Up the riggings, you monkeys...
Despite more modern attempts to outdo him, Errol Flynn remains the archetypal matinee action idol, immortalised in such classics as Captain Blood and The Sea Hawk. He was, is, and forever will be, the ultimate swashbuckling hero, despite his dubious off-screen behaviour. (He famously once said: "I can't reconcile my gross habits with my net income.")
Likewise, Sid Meier's original 'action sim' Pirates! is a classic from a bygone and simpler age, one that remains as playable today as Flynn's early high seas adventures are watchable. The difference between them (apart from a few lifestyle choices) is that Meier is very much alive, meaning that after much cajoling from fans, an all-new-and-improved Pirates! is setting course for a return to our monitors. And about time too - the last 17 years have seen some depressingly average imitators make sail for glory and sink without trace soon after leaving port.
Lock Up Your Daughter
In this increasingly genre-obsessed world, it's worth noting that Pirates! is something of an anomaly: it's neither straight-up action, nor strategy or RPG, nor, in the traditional sense, an adventure. Rather, it takes elements of them all and is essentially a series of mini-games bound within a plot-your-own storyline. All the action is based in the 17th century Caribbean, where the major colonial powers of England, Holland, Spain and France are vying for a share of the region's wealth.
Rather than going all-out to realistically simulate the sailing ships and strategy of the era (as you might otherwise expect from a Sid Meier game), Pirates! remains in essence much like its ancient arcade-orientated forebear. Apart from the gloriously-staged sword-fights, spirited sea battles, the governor's daughter swooning at your dashing good looks and the odd hornpipe or two. All the basics of a classic Flynn movie in fact, only in videogame form.
Grapeshot Of Wrath
You start the game in a friendly port, with a basic ship and a skeleton crew. What you do next is up to you: stick around and visit the local hostelry and you may hear rumours of passing ships ripe for plunder, or swing by the governor's residence and you may be presented with a mission to ferry goods to a nearby outpost or vanquish an enemy ship sighted offshore. Fulfil the mission and your footing with that faction increases, which if siding with the English, is likely to be to the detriment of your status with the Spanish. Of course, you can betray your allies at any time, switch sides or simply go jolly-rogering and attack everything afloat on the high seas.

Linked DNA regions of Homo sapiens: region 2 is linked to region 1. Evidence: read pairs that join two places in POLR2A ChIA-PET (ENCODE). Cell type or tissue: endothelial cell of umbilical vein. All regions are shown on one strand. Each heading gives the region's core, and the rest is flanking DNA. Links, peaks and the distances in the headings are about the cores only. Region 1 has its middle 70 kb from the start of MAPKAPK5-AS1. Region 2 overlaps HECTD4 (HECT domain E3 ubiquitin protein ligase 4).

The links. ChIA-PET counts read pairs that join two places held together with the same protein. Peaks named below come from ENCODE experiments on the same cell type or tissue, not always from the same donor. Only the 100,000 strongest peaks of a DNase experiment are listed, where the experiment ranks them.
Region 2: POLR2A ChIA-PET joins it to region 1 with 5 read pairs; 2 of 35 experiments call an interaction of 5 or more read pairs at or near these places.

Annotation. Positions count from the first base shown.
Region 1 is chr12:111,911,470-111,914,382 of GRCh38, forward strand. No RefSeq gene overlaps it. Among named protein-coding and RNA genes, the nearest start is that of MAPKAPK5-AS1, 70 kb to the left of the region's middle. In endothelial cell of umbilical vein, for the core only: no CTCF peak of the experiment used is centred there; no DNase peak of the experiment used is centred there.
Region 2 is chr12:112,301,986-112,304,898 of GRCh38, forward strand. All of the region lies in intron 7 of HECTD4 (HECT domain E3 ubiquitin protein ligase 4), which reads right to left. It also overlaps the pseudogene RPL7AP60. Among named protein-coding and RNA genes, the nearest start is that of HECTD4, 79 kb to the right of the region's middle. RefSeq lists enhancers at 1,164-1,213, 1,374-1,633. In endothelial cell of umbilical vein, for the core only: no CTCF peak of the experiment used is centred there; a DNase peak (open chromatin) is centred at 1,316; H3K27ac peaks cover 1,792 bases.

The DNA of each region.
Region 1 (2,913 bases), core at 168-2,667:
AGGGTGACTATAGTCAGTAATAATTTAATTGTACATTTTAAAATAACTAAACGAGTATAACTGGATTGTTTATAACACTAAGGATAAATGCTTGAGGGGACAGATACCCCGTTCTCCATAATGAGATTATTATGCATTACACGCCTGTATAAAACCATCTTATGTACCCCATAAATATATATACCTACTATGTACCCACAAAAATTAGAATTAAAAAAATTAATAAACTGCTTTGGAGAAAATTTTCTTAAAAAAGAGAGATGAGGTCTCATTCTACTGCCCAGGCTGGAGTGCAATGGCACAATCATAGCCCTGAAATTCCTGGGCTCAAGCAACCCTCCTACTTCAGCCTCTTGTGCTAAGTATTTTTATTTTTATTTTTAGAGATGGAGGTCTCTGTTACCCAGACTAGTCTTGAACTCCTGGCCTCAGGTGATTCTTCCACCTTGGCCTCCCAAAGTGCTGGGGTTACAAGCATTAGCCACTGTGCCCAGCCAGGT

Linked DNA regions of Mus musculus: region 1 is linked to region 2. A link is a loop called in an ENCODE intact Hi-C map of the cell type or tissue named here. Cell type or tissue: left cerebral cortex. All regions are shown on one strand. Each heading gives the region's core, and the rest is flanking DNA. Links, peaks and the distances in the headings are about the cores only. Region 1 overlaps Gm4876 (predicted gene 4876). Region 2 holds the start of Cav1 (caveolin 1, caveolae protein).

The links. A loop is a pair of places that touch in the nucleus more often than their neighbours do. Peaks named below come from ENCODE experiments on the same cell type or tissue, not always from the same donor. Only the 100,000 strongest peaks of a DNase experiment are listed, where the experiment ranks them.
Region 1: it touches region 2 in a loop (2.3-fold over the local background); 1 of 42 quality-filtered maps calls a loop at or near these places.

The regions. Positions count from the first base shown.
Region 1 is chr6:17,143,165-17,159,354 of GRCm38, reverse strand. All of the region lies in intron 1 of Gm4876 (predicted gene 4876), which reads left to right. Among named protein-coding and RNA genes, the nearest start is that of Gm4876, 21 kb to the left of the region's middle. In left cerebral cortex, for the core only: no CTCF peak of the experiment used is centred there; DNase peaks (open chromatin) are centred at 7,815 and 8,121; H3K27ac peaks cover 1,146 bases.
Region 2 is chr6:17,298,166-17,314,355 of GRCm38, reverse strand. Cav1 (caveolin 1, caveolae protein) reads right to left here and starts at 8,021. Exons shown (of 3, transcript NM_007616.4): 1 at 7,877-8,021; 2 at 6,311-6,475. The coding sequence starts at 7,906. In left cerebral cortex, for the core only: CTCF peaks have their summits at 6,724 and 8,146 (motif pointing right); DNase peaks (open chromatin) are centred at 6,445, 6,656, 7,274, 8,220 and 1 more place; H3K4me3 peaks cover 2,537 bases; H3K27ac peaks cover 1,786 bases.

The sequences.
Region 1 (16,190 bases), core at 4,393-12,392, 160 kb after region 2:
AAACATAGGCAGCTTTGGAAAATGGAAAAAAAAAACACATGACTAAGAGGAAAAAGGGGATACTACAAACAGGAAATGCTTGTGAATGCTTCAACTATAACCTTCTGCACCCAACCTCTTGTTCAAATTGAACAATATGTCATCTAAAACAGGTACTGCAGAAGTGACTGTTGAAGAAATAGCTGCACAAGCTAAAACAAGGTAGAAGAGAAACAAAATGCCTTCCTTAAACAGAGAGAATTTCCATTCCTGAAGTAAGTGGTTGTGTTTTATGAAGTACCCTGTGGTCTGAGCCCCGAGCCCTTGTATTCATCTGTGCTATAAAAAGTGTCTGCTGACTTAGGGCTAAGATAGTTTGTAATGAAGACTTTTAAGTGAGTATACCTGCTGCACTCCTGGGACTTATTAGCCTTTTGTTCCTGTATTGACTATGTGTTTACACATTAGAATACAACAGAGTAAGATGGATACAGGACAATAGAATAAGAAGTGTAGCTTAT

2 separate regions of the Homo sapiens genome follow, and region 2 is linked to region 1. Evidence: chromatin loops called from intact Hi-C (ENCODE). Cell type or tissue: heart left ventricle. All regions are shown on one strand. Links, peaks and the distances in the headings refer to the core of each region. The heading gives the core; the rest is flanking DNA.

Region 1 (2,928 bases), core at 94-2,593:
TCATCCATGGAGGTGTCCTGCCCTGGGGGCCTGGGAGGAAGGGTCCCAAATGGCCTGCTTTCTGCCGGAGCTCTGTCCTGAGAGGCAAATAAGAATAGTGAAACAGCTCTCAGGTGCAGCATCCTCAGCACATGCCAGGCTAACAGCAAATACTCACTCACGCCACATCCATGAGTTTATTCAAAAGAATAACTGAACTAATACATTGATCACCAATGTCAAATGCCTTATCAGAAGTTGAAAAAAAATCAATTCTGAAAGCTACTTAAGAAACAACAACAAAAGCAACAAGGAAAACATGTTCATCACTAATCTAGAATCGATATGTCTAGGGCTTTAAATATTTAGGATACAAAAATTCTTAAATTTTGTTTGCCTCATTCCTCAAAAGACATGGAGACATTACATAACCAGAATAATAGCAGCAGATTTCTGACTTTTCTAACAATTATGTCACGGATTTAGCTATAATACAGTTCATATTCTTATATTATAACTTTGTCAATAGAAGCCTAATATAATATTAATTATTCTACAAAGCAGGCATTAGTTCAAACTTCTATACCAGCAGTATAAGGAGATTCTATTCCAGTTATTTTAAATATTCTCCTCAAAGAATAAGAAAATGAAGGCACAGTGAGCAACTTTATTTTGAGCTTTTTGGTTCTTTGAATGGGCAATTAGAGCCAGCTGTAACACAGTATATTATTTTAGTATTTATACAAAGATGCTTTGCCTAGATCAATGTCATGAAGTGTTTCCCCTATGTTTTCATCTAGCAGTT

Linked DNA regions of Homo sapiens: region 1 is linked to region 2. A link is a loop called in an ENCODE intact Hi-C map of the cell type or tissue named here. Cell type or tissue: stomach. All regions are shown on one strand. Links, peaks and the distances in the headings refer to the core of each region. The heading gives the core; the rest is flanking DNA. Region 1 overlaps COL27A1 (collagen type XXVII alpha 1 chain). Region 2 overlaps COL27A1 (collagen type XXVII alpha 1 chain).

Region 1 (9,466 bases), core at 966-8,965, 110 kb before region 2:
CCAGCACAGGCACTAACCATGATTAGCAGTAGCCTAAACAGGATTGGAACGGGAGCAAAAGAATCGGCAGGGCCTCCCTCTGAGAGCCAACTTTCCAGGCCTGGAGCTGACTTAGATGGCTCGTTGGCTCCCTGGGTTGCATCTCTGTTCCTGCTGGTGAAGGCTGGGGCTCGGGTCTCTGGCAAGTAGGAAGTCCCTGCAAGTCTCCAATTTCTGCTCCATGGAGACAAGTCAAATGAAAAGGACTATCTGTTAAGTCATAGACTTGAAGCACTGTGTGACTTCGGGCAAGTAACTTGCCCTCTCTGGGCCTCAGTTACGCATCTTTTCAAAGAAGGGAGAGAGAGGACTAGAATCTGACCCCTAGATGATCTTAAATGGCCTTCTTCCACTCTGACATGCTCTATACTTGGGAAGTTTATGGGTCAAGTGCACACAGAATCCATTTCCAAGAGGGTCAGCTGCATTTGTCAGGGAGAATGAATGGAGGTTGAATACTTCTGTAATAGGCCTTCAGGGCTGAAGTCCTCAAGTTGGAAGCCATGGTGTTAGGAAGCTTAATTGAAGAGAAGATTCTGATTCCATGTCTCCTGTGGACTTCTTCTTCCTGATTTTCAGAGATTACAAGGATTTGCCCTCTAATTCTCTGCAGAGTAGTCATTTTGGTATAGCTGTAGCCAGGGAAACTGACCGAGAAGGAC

Ship-to-ship combat in Pirates! appears rather simplistic at first hand. The wind direction and strength dictates ship speed, leaving you to control the rudder and press the fire button whenever your prey swims into range. Despite such an apparent lack of complexity, watching a ship duel reveals a delicate balancing act of trying to ensure the wind fills your sails to effect the necessary speed, all the while leading your cannons to pound the enemy ship. Problem is, by striking a parallel course, you leave your vessel open to similar volleys. With 27 types of vessel all distinct in speed, crew and firepower, Pirates! may well be an easy game to learn, but it's tricky to master.
However, the biggest change and by some margin the most obvious is the graphical update to the sword-fighting sections which kick in whenever you attempt to board an enemy ship. Here, you take on the enemy captain, and although he may be an excellent swordsman, if you've decimated his crew beforehand, the fight is much easier. Beat him back to the abaft of his poop deck and he keels over into the water, leaving his ship, its crew and cargo yours for the taking.